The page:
Just because you don’t see it,
doesn’t mean it does not exist.
Once upon a time there was a humdrum little village named Bland. Along the main street colorless shops strewn with dull, dusty grey awning, cement slab walls and tired ash doors, undecorated the town. No one seemed to mind, it was how it had always been. Everything in the village of Bland was perfectly uninspiring, dreary and mundane…in many different shades of grey.
One day a cheerful little chap named Indi was born. Indi was full of life and vigor and when he looked about he saw what could only be described by him as happiness. Through Indi’s little eyes, Bland was filled with flowers of pink, purple, yellow and red bursting in luscious blooms. The skies were robin egg blue, the sun was brilliant bright yellow, the birds and butterflies and dragonflies lit up the sky with shimmering zest that made Indi giggle with glee.
Indi was thrilled with his surroundings and as he grew he would remark at the splendor, the grandeur, the magnificence of it all, but no one could see what Indi could see, because everyone else in the village of Bland was colorblind.
The doctors of the village got together to confer on which pharmaceuticals they should prescribe to help little Indi blend into normal, but they had no idea what to do with this unprecedented disturbance, so they quarantined him away from the other children.
Little Indi sat in the window of the hospital wondering what he had done wrong, as gloms of grey attired children gathered to make crazy faces, jeer and belittled him. Indi did not mind so much, he was mesmerized by the joy of life, the regality and richness of color, the love in his heart for the vibrancy of textures and shapes that stood out in the flowers that swayed in the gentle summer breeze. His senses kept him company and the birds and butterflies and bees came to visit him because they knew he saw them as they truly were; unrepeatable masterpieces of incomparable joy.
Over time the doctors decided to give Indi every antihilucigen in their cabinets, unable to conclude on any one drug. Piled high with medications, Indi was strictly warned that if he did not take his meds he would be back in the window.
Day by day Indi became more dull, lifeless and bored, which caused everyone in Bland to let out a deep sigh of relief. Indi eventually lost interest in color and pretended not to see it to avoid being harassed or humiliated.
Many years later on a beautiful spring morning a troupe of acrobats from the neighboring village of Bellish stopped in for breakfast on their way to a performance. Bellish villagers were not generally welcome in Bland, but the economy was dry, so they were invited into a drab diner called Ho-hum which only served Ho-hum hash and toast.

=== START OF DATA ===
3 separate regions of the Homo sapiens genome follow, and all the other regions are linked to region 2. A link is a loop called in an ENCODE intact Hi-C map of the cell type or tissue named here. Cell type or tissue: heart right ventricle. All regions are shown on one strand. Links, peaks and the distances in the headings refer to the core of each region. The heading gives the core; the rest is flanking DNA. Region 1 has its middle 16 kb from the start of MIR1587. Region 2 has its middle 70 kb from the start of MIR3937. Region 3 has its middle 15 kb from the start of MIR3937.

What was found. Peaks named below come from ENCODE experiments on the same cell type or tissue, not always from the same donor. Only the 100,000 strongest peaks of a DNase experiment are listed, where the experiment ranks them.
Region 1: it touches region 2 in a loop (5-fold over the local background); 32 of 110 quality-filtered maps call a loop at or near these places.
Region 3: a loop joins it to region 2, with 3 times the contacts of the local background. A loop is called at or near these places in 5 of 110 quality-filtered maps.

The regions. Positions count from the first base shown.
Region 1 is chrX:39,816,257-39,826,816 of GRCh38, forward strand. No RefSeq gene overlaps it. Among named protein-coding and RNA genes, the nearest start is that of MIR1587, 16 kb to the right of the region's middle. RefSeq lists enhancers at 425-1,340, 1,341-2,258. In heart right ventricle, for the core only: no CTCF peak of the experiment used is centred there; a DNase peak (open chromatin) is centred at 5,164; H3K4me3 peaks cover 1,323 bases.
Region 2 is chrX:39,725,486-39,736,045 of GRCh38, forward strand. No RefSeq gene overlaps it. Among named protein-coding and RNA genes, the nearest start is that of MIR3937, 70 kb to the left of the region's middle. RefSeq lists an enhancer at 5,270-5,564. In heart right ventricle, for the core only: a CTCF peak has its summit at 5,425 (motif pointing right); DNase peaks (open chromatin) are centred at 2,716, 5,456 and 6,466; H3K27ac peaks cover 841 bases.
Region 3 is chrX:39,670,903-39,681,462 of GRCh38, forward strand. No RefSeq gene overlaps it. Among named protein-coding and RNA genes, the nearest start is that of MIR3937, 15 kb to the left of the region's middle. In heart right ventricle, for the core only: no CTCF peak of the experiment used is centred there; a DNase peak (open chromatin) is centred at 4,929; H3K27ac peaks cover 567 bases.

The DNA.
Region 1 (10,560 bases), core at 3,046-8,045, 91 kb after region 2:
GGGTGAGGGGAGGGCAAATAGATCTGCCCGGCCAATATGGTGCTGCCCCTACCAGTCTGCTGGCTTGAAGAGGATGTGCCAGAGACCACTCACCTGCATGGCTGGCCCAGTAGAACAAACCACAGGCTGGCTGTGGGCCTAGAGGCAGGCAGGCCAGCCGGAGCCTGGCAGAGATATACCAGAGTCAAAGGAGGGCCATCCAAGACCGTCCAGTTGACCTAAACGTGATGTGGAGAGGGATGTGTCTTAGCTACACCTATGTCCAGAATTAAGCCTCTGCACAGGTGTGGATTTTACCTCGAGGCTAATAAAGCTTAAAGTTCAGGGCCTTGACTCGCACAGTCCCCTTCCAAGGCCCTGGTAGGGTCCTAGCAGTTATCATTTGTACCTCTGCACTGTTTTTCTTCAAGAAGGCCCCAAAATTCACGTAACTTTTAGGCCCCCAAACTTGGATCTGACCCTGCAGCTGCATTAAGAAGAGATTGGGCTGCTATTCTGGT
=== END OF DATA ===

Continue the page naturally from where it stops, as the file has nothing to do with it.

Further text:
The whole village exploded with gossip the moment the visitors arrived, making little Indi curious, so he rode his squeaky old grey bike over to Ho-hum to have a peek. The first thing he noticed was the acrobats majestic Emerald Green and Purple outfits with glimmering Golden capes that matched their sparkling Golden shoes. Never before had Indi seen such sumptuous outfits, never before had he seen people wearing colors that complimented each other, and never before had he forgotten he was not allowed to see color. Indi rushed up to the strangers to commend them on their attire, more excited than he had ever been in his life.
The troupe of Bellish acrobats welcomed little Indi with open arms and asked his advice on adding a pink sash to their belts? Indi had long ago given up on color being a factual thing, and to find there were names describing each glorious hue thrilled him. Chatting with his new friends Indi suddenly realized there had never been anything wrong with him, and he yearned to expand his true gifts in a land where he was acknowledged as an equal instead of a misfit.
Indi left Bland that very day, returning every so often to teach those who were interested in color, how it could enhance their lives.
Slowly but surely more and more children were born in the village of Bland who were able to see color and they were treated with respect and kindness, all because Little Indi had the courage to speak up and share his uniqueness after a lifetime of being shamed for simply being who he came here to be.
…And slowly…slowly, the little village of Bland began to change.
What unique gifts will you share to embellish the world?
“I realized that my strength was being different.”
~ Betsey Johnson